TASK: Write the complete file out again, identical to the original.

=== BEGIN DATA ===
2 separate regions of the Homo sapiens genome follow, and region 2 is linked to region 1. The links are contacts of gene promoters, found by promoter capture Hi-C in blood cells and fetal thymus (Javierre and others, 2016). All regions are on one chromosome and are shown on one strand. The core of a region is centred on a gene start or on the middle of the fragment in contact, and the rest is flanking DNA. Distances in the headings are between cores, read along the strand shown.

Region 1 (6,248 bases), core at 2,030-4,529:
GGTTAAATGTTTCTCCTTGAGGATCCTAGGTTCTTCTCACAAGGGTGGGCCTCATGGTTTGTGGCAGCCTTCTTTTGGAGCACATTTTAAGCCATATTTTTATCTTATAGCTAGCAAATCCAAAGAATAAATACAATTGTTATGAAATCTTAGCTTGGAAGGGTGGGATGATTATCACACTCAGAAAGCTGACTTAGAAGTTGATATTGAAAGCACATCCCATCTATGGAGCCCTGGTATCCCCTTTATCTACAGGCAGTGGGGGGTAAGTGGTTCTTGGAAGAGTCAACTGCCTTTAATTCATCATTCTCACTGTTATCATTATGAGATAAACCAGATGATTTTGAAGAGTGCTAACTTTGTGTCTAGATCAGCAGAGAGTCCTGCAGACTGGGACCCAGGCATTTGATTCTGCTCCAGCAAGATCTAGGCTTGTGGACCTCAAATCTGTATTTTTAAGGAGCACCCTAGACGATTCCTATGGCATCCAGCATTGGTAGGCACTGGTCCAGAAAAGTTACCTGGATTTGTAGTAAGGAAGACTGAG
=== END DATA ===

2 separate regions of the Homo sapiens genome follow, and region 2 is linked to region 1. The links are contacts of gene promoters, found by promoter capture Hi-C in blood cells and fetal thymus (Javierre and others, 2016). All regions are on one chromosome and are shown on one strand. The core of a region is centred on a gene start or on the middle of the fragment in contact, and the rest is flanking DNA. Distances in the headings are between cores, read along the strand shown.

Region 1 (6,248 bases), core at 2,030-4,529:
GGTTAAATGTTTCTCCTTGAGGATCCTAGGTTCTTCTCACAAGGGTGGGCCTCATGGTTTGTGGCAGCCTTCTTTTGGAGCACATTTTAAGCCATATTTTTATCTTATAGCTAGCAAATCCAAAGAATAAATACAATTGTTATGAAATCTTAGCTTGGAAGGGTGGGATGATTATCACACTCAGAAAGCTGACTTAGAAGTTGATATTGAAAGCACATCCCATCTATGGAGCCCTGGTATCCCCTTTATCTACAGGCAGTGGGGGGTAAGTGGTTCTTGGAAGAGTCAACTGCCTTTAATTCATCATTCTCACTGTTATCATTATGAGATAAACCAGATGATTTTGAAGAGTGCTAACTTTGTGTCTAGATCAGCAGAGAGTCCTGCAGACTGGGACCCAGGCATTTGATTCTGCTCCAGCAAGATCTAGGCTTGTGGACCTCAAATCTGTATTTTTAAGGAGCACCCTAGACGATTCCTATGGCATCCAGCATTGGTAGGCACTGGTCCAGAAAAGTTACCTGGATTTGTAGTAAGGAAGACTGAG